Captain Stone reports from the Committee for Inspection of the Treasuries, A Bill for the more speedy and effectual bringing in the Arrears of the Excise: Which was this Day read the First and Second time; and, upon the Question, committed to Mr. Sadler, Captain Stone, Mr. Moyer, Sir Wm. Roberts, Colonel Blunt, or any Three of them, to withdraw, and bring it in forthwith.
Ld. St. John's Estate.
Colonel Rous reports from the Committee of Petitions;
UPON reading the Petition of Charles Lord St. John, Son and Heir of John Marquis of Winchester; alleging, That his Claim to divers Manors and Lands in the Counties of Dorsett, Devon, and Cornwall, after the Death of his Father, being adjudged against him by the Committee for removing Obstructions, without hearing his Council, or any on his Behalf; he petitioned the late Parliament. Who thereupon ordered the said Committee to state Matter of Fact: Which they did: But that Parliament being dissolved, the said Report remains with the Committee for Obstructions, who, as this Committee is informed, have adjourned until the latter End of October; and there being an Act to pass for the Sequestration of such as have not paid in their Second Moiety, both the Petitioner and the Purchasers of the said Estate, or any Part thereof, may suffer much Prejudice: It is therefore Ordered, That the House may be moved, before the Passing the said Act, to make a Provision, that it may not extend to the Petitioner's Case, until the said Report be made; that so neither Lieutenant General Fleetwood, nor Colonel Cooke, who are Purchasers, nor yet the Petitioner, may suffer Prejudice by the said Committees Adjournment.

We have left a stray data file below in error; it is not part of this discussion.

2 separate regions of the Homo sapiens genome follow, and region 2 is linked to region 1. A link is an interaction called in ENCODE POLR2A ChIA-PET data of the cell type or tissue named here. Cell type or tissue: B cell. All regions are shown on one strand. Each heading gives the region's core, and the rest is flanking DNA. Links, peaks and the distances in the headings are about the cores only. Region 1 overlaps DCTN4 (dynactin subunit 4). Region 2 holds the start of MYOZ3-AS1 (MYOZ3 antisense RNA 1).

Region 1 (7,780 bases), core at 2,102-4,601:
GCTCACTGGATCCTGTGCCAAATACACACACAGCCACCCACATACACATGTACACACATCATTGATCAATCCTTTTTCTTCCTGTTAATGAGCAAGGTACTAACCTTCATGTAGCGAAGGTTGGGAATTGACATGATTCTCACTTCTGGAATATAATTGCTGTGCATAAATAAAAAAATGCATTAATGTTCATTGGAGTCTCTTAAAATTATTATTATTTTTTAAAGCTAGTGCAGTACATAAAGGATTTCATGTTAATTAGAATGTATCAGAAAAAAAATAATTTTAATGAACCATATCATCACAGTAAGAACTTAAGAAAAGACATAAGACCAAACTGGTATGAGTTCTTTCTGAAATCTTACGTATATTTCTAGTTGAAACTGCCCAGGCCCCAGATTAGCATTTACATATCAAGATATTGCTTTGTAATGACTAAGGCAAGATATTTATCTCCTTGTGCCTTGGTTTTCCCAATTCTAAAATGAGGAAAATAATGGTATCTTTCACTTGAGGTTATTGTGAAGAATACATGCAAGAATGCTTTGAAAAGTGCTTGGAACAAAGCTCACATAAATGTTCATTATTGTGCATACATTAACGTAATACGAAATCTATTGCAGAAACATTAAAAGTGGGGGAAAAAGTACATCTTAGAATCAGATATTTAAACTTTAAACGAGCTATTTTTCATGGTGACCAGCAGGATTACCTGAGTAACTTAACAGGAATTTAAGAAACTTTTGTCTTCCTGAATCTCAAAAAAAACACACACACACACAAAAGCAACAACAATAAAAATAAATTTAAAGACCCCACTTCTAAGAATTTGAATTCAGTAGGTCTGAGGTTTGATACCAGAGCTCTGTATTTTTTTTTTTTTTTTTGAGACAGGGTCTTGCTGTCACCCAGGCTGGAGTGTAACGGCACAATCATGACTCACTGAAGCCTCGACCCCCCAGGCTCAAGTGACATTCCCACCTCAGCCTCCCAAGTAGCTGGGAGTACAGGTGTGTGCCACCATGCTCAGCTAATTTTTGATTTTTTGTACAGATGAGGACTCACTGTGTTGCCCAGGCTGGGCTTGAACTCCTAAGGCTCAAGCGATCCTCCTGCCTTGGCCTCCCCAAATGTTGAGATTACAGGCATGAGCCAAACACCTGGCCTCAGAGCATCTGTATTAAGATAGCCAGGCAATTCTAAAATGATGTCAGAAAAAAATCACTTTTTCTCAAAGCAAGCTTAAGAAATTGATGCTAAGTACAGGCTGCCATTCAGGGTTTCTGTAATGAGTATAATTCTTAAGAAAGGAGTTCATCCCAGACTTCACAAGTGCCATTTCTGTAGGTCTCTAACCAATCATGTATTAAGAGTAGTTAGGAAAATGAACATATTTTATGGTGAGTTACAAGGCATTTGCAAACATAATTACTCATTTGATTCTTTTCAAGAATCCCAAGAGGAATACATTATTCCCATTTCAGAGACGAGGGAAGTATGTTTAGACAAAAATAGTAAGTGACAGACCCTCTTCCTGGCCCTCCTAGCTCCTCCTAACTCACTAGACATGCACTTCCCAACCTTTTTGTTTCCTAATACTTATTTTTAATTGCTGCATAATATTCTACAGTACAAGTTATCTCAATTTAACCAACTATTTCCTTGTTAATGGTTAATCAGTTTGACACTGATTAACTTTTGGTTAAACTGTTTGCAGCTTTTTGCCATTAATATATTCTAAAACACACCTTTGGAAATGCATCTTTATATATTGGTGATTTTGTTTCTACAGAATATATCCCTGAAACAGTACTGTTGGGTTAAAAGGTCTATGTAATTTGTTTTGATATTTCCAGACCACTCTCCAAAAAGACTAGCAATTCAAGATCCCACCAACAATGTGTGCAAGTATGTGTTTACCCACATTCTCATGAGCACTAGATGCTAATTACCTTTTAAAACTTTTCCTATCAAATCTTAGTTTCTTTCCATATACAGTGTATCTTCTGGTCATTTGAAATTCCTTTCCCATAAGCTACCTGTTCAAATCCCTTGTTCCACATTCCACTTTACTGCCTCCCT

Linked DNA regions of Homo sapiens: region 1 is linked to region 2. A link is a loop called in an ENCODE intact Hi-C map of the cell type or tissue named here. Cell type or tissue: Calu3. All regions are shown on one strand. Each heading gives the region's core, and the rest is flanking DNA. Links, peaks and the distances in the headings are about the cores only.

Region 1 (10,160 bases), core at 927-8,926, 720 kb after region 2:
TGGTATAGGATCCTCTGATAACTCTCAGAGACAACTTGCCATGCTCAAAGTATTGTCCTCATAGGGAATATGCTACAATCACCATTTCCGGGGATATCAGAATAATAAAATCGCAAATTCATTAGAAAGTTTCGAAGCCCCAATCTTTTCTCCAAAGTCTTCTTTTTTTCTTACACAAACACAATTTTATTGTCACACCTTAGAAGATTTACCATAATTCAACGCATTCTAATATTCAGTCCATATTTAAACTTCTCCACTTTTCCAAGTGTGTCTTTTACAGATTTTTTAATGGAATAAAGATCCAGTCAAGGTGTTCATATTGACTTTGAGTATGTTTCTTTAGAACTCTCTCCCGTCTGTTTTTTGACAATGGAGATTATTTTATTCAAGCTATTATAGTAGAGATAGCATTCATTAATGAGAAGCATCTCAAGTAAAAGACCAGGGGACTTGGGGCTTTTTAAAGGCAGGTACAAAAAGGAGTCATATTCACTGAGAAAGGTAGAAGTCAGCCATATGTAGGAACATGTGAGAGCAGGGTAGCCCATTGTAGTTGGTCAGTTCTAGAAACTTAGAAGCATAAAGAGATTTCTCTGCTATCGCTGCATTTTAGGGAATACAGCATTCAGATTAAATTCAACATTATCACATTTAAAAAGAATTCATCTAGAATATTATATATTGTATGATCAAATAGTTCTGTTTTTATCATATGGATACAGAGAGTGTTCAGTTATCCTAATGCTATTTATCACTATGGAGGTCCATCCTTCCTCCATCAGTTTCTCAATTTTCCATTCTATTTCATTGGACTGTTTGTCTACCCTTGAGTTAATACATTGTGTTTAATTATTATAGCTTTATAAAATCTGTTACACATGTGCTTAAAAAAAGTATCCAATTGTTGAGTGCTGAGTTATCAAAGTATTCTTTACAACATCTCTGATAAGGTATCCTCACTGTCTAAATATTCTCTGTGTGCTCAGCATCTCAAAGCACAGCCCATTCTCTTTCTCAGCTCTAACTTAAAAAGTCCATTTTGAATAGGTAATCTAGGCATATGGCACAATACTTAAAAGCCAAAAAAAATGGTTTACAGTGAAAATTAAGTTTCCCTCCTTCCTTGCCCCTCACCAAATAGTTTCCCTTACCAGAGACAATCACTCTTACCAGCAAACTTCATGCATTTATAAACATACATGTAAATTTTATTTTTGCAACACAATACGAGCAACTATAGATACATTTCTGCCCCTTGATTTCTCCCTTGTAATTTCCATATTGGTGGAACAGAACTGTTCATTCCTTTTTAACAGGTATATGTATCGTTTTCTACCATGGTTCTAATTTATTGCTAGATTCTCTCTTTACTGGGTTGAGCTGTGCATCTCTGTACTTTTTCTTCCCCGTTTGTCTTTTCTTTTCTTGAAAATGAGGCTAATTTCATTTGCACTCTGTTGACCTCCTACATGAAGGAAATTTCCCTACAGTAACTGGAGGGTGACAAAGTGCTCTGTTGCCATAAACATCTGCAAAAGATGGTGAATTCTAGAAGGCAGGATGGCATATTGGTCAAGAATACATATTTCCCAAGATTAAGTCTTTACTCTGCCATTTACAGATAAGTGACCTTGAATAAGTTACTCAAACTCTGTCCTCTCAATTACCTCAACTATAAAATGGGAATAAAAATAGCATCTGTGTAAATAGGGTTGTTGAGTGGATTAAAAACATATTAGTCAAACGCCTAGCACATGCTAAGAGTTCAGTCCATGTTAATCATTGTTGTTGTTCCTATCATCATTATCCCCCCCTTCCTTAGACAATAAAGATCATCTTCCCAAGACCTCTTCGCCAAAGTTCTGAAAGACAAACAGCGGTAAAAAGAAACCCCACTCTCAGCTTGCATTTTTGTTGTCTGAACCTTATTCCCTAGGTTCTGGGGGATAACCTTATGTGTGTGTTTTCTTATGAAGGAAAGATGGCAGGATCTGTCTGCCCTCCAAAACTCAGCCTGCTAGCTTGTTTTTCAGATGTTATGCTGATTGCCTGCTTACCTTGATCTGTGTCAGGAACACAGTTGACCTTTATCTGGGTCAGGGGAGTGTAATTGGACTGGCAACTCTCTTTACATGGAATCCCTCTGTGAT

Resolved, That the Parliament doth agree with the Committee in this Report.
He likewise reports the Petition of Thomas Smythby, Esquire: Which was this Day read.
He also reports, The humble Petition of Thomas Westrop Esquire: Which was this Day read.
E. of Worcester.
He likewise reports, The most humble Petition of Edward Sommerset Earl of Worcester, now Prisoner in the Tower: As also, The humble Petition of Margaret Countess of Worcester: Which were both this Day read.
Resolved, by the Parliament, That it be referred back to the same Committee, to require the said Earl to explain those Words in his Petition; viz. " with Encouragement from Persons then at the Helm, came into England;" and report the same to the House.
The House took up the former Debate upon the Petition of the Purchasers of the Estate of Sir John Stowell.
The humble Petition and Representation of the Trustees for Sale of Lands and Estates forfeited to the Commonwealth for Treason, was this Day read.
Resolved, That this Petition of the Purchasers of Sir John Stowell's Estate be referred back to the same Committee, to consider what is fit to be done for Relief of the Petitioners; and report to the House with all Speed.
Mr. Sadler reports from the Committee appointed to withdraw, Amendments to the Bill for the more speedy and effectual bringing in the Arrears of the Excise: Which were twice read; and, upon the Question, agreed:
And, upon the Question, It was
Resolved, That this Bill be ingrossed, and brought in To-morrow Morning.